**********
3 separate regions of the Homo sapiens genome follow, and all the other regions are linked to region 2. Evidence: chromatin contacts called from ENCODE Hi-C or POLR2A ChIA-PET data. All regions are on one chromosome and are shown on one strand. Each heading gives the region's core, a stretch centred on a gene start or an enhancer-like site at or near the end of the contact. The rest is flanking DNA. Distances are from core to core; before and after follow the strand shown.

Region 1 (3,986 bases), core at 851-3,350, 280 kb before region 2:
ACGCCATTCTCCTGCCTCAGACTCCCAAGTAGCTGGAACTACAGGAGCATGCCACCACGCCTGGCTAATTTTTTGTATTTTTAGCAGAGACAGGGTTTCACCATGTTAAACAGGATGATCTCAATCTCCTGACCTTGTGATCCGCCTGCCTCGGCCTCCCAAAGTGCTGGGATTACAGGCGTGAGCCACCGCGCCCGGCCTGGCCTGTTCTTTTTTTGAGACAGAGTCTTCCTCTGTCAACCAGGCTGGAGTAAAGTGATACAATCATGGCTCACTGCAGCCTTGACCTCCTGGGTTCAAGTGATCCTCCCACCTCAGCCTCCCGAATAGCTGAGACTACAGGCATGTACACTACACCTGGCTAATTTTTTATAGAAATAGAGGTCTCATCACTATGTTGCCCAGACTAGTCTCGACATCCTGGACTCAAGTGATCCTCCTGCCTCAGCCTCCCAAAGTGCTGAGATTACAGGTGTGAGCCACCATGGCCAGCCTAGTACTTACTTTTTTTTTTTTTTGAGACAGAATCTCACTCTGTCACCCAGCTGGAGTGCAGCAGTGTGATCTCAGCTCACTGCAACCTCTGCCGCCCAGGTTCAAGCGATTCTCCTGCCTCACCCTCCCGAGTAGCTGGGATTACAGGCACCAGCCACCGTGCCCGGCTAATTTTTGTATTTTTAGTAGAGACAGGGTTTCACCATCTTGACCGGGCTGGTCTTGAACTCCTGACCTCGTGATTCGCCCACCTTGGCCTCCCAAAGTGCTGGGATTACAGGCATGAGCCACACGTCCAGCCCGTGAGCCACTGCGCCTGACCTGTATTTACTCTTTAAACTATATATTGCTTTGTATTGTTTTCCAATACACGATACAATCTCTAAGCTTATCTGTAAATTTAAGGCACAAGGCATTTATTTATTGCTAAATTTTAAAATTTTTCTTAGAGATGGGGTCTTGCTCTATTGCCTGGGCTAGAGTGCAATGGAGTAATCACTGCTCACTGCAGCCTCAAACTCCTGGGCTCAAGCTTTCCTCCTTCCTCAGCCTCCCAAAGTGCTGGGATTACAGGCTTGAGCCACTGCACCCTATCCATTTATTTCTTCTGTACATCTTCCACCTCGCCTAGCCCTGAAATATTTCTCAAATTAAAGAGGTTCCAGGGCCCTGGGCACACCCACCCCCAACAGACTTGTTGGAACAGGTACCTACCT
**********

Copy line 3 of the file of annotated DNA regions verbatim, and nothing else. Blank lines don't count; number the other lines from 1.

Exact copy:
ACGCCATTCTCCTGCCTCAGACTCCCAAGTAGCTGGAACTACAGGAGCATGCCACCACGCCTGGCTAATTTTTTGTATTTTTAGCAGAGACAGGGTTTCACCATGTTAAACAGGATGATCTCAATCTCCTGACCTTGTGATCCGCCTGCCTCGGCCTCCCAAAGTGCTGGGATTACAGGCGTGAGCCACCGCGCCCGGCCTGGCCTGTTCTTTTTTTGAGACAGAGTCTTCCTCTGTCAACCAGGCTGGAGTAAAGTGATACAATCATGGCTCACTGCAGCCTTGACCTCCTGGGTTCAAGTGATCCTCCCACCTCAGCCTCCCGAATAGCTGAGACTACAGGCATGTACACTACACCTGGCTAATTTTTTATAGAAATAGAGGTCTCATCACTATGTTGCCCAGACTAGTCTCGACATCCTGGACTCAAGTGATCCTCCTGCCTCAGCCTCCCAAAGTGCTGAGATTACAGGTGTGAGCCACCATGGCCAGCCTAGTACTTACTTTTTTTTTTTTTTGAGACAGAATCTCACTCTGTCACCCAGCTGGAGTGCAGCAGTGTGATCTCAGCTCACTGCAACCTCTGCCGCCCAGGTTCAAGCGATTCTCCTGCCTCACCCTCCCGAGTAGCTGGGATTACAGGCACCAGCCACCGTGCCCGGCTAATTTTTGTATTTTTAGTAGAGACAGGGTTTCACCATCTTGACCGGGCTGGTCTTGAACTCCTGACCTCGTGATTCGCCCACCTTGGCCTCCCAAAGTGCTGGGATTACAGGCATGAGCCACACGTCCAGCCCGTGAGCCACTGCGCCTGACCTGTATTTACTCTTTAAACTATATATTGCTTTGTATTGTTTTCCAATACACGATACAATCTCTAAGCTTATCTGTAAATTTAAGGCACAAGGCATTTATTTATTGCTAAATTTTAAAATTTTTCTTAGAGATGGGGTCTTGCTCTATTGCCTGGGCTAGAGTGCAATGGAGTAATCACTGCTCACTGCAGCCTCAAACTCCTGGGCTCAAGCTTTCCTCCTTCCTCAGCCTCCCAAAGTGCTGGGATTACAGGCTTGAGCCACTGCACCCTATCCATTTATTTCTTCTGTACATCTTCCACCTCGCCTAGCCCTGAAATATTTCTCAAATTAAAGAGGTTCCAGGGCCCTGGGCACACCCACCCCCAACAGACTTGTTGGAACAGGTACCTACCT